Parable of workers in vineyard,
or how to negotiate for salary
From Unlearning Communism:
For those of you who have chosen the right side of the dichotomies presented in previous chapters, this story is in logical cohesion and it’s providing an excellent and universal business lesson.
According to your set of moral values, men with free will/should be engaged in negotiation, using their right to free speech, in such way that by telling words of logos they create new possibilities and create order. They are sovereign in defining their own needs and they are the sole owners of their wealth.
Thus, why do the workers get upset by obtaining equal pay as the result of their work that was not equal? Should they be upset and should they blame the master?
According to the principles of the free market, the problem for them did not emerge because the boss decided to create the equity, but because they were not skillful enough with the logos, with the art of negotiation.
Workers hired at the dawn decided to trade their working hours for the certainty that they will be hired. That was their own strategy to succeed.
Those who have chosen to wait till the dusk have negotiated better conditions, but they’ve also risked not to be hired at all.
Just as evolutionary biology prefers mixed population of peaceful, low-risking individuals and aggressive, high-risk takers, people tend to organize in a similar fashion when it comes to economic decisions. From mathematical perspective, the overall balance between two extremes, doves and hawks as biologists like to call them, will occur soon after the system is established.
Both strategies are viable. The advantage for low-risk individuals comes during times of certainty, while risk-takers are performing better in times of uncertainty.
In conclusion, nothing wicked happened. People had the right to decide and they’ve decided by using their free will.
Parable of workers in vineyard, Matthew 20:1-15
1“For the kingdom of heaven is like a landowner who went out early in the morning to hire workers for his vineyard.
2 He agreed to pay them a denarius for the day and sent them into his vineyard.
3 “About nine in the morning he went out and saw others standing in the marketplace doing nothing.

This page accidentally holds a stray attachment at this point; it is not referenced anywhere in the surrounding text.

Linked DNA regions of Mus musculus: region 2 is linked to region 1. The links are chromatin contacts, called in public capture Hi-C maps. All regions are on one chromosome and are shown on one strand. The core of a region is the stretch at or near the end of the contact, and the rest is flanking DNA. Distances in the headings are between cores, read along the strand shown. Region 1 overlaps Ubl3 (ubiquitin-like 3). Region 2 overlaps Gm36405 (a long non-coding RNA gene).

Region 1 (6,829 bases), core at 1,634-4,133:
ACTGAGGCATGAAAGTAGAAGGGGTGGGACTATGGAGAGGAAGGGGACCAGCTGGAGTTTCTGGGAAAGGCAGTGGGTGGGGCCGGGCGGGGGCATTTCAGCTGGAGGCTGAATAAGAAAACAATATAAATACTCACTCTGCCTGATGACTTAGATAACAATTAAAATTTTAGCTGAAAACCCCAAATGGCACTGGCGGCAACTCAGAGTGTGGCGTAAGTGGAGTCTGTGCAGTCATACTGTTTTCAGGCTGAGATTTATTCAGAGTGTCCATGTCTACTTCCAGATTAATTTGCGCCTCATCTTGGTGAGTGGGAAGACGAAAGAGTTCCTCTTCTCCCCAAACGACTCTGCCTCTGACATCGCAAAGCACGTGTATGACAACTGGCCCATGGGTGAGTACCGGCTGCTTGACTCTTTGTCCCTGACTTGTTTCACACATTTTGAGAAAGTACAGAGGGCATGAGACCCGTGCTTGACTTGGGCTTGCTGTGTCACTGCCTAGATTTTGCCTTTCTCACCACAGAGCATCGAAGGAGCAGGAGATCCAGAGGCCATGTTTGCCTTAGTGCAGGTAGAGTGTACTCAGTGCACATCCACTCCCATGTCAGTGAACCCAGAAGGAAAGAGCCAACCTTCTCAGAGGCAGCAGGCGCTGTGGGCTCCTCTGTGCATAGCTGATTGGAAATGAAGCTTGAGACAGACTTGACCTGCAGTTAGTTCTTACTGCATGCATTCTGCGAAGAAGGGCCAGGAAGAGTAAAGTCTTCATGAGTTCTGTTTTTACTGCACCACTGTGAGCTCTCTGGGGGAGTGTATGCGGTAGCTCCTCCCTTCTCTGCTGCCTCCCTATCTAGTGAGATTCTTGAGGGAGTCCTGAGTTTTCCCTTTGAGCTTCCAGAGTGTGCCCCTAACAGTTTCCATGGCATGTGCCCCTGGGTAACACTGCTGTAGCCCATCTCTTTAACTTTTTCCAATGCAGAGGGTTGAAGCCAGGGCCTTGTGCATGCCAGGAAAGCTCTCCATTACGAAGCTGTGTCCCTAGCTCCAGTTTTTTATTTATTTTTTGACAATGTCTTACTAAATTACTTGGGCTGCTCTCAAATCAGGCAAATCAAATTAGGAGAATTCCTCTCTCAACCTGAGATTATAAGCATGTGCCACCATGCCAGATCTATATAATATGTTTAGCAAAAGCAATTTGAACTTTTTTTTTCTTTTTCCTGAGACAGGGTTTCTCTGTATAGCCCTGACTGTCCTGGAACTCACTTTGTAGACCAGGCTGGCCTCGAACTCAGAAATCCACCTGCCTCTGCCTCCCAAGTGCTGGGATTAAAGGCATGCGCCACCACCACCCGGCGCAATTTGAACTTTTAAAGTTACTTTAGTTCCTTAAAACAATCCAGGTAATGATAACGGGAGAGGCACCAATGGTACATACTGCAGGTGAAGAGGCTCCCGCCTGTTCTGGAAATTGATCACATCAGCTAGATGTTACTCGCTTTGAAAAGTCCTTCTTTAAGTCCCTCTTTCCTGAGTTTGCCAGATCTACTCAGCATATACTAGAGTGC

4 He told them, ‘You also go and work in my vineyard, and I will pay you whatever is right.’
5 So they went. “He went out again about noon and about three in the afternoon and did the same thing.
6 About five in the afternoon he went out and found still others standing around. He asked them, ‘Why have you been standing here all day long doing nothing?’
7 “‘Because no one has hired us,’ they answered. “He said to them, ‘You also go and work in my vineyard.’
8 “When evening came, the owner of the vineyard said to his foreman, ‘Call the workers and pay them their wages, beginning with the last ones hired and going on to the first.’
9 “The workers who were hired about five in the afternoon came and each received a denarius.
10 So when those came who were hired first, they expected to receive more. But each one of them also received a denarius.
11 When they received it, they began to grumble against the landowner.
12 ‘These who were hired last worked only one hour,’ they said, ‘and you have made them equal to us who have borne the burden of the work and the heat of the day.’
13 “But he answered one of them, ‘I am not being unfair to you, friend. Didn’t you agree to work for a denarius?
14 Take your pay and go. I want to give the one who was hired last the same as I gave you.
15 Don’t I have the right to do what I want with my own money? Or are you envious because I am generous?’
Do you recognize them?
If you were born in Free World and you don't, something is deeply wrong with your educational system.